Ex-GOP director vows to lead recall effort against legislators who push through election bills

Ex-GOP director vows to lead recall effort against legislators who push through election bills


LANSING, Mich. — The outspoken former executive director of Michigan’s Republican Party is vowing to lead recall efforts against state GOP legislators if they circumvent an eventual veto and push forward an election reform plan without bipartisan agreement.

More than three dozen bills targeting the election process are making their way through Michigan’s Capitol in a package being touted by Republican lawmakers as “commonsense” election reform. “Senate Republicans are committed to making it easier to vote and harder to cheat,” Senate Majority Leader Mike Shirkey (R-Clarklake) said.

Democrats meanwhile are deriding the proposals, calling it an attempt at voter suppression, while arguing much of the plan makes it harder for people to vote.

Secretary of State Jocelyn Benson recently slammed the proposals as “un-American” and the CEOs of three dozen prominent Michigan companies recently denounced the legislative push in a joint letter.

If the bills go on to pass both chambers of the legislature, Governor Whitmer’s veto is inevitable, but the Michigan Republican Party says they have a plan to circumvent her veto through signatures.

If the party collects more than 340,000 signatures in a petition drive and brings it back to the legislature for approval, lawmakers can sign the law themselves with a simple majority, a process allowed by the Michigan Constitution.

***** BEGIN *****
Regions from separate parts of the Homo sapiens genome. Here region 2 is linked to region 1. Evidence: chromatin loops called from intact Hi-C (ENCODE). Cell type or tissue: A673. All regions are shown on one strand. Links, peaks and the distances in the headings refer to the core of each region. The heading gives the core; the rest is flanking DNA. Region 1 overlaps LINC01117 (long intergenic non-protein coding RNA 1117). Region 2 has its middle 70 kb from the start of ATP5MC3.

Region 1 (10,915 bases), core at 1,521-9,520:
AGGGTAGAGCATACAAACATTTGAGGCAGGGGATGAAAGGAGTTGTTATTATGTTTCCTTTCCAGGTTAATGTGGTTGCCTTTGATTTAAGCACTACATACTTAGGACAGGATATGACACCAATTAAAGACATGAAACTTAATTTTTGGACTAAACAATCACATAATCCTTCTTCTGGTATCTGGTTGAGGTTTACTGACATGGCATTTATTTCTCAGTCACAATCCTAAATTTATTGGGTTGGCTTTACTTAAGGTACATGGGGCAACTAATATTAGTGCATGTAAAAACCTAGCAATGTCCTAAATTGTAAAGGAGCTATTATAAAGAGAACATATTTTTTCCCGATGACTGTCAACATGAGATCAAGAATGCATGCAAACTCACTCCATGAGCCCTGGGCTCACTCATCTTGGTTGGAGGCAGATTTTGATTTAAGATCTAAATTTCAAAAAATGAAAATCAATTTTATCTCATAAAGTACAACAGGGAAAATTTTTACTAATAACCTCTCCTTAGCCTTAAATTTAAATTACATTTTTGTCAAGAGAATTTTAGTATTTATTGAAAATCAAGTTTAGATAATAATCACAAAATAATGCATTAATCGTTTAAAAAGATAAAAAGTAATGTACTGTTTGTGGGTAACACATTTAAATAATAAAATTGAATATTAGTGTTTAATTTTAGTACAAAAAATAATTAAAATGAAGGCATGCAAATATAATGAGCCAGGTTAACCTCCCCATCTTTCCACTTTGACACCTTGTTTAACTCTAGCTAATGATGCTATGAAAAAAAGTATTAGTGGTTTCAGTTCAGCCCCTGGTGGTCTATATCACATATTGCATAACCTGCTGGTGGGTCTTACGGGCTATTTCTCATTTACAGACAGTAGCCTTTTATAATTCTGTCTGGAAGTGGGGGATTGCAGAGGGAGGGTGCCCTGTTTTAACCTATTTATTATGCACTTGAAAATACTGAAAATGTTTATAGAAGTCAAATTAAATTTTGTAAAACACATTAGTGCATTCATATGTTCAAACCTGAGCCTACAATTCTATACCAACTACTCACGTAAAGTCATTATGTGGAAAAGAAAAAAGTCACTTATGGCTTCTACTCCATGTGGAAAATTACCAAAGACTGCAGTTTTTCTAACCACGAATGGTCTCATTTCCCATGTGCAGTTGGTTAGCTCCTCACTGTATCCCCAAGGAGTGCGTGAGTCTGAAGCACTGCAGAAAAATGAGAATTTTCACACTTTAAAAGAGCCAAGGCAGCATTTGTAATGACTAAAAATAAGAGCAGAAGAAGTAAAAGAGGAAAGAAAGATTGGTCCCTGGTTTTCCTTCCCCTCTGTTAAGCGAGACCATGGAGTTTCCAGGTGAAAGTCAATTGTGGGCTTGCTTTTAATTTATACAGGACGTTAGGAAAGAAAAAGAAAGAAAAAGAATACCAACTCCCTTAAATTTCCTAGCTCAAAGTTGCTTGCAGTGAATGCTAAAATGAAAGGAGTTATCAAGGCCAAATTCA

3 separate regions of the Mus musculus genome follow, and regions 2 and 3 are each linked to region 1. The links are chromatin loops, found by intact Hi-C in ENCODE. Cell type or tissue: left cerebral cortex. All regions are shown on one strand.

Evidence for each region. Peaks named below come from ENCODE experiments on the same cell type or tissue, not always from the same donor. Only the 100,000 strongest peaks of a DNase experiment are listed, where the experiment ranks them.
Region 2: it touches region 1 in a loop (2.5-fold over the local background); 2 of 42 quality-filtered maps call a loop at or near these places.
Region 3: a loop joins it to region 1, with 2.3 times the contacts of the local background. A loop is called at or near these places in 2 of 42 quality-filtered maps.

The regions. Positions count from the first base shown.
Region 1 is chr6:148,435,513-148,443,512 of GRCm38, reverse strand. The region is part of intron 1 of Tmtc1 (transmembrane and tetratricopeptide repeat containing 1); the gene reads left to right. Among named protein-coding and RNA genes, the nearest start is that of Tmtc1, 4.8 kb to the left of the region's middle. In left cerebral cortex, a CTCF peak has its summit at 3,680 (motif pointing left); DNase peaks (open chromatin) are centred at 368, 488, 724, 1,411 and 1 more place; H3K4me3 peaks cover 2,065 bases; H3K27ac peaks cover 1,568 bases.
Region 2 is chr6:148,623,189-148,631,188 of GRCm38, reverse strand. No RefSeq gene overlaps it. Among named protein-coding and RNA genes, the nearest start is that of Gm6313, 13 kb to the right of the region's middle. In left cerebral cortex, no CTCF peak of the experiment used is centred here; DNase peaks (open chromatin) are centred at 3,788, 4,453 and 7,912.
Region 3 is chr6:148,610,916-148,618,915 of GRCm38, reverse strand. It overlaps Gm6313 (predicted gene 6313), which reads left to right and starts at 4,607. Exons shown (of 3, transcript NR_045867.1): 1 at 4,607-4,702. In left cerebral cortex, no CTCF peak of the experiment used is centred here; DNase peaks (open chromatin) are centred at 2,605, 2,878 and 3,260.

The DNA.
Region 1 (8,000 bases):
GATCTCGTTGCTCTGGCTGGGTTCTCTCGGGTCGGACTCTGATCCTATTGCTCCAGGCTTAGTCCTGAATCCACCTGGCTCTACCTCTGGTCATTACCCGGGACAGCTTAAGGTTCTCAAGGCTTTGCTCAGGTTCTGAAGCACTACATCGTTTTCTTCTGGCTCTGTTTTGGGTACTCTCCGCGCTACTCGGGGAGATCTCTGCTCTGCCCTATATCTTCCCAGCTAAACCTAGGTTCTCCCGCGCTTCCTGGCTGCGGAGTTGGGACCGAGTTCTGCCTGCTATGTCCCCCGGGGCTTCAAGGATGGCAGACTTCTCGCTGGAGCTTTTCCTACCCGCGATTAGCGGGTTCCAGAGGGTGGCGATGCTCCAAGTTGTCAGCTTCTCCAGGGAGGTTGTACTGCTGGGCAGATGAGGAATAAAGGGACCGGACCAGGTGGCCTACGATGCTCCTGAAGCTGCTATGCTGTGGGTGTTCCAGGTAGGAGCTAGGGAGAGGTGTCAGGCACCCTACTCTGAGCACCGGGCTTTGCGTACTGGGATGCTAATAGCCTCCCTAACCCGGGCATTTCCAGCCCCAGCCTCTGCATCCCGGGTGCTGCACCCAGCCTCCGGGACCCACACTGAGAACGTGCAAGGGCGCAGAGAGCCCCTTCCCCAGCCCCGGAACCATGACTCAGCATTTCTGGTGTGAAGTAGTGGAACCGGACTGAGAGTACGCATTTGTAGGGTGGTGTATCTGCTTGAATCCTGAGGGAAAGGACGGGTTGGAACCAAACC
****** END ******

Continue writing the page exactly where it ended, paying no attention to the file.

“The party’s announced intent to present the legislature with signatures that bypass Governor Whitmer, making this a straight party line vote that changes Michigan’s voter laws, that makes it more difficult to vote, that allows partisans of either side whoever controls the legislature to put their thumb on the scale when it comes to election results after future elections, that’s wrong and Michigan shouldn’t be moving in that direction,” Jeff Timmer told FOX 17.

Timmer, a former executive director of the Michigan GOP and now senior adviser to the anti-Trump Lincoln Project, is vowing to lead recall efforts against Republican state lawmakers who proceed with plans to change voting laws on party lines.

“We want to send a message to legislators that people are serious about this. This isn’t a game of incremental patty cake, we are ready to take out and force to a recall election ballot any legislator who votes to support these bills,” Timmer said.

The signatures of about 10% of registered voters in any given district is required to force a recall election.

“Getting those signatures can be guaranteed. It takes motive, which I have and it takes means, which is an energized group of supporters and money to pay for circulators and I can guarantee you I will have that,” Timmer added.

Timmer believes much of the 39 bill package is an unnecessary reaction to false claims about the 2020 election.

“They’ve created a rhetorical boogeyman here by pushing a false narrative, a big lie since the election, that there were problems and irregularities with the elections in Michigan, and to then now enact policy based on their own false narrative is not the way to go about this.” Timmer said.

On Wednesday, The Senate Elections Committee will hold their first hearing on the election reform package.

Senate Elections Committee Chair and former Secretary of State Ruth Johnson (R-Holly) says the legislation, “includes commonsense measures that will protect the integrity of our elections by safeguarding the right for people to vote and ensuring our elections are safe and secure.”





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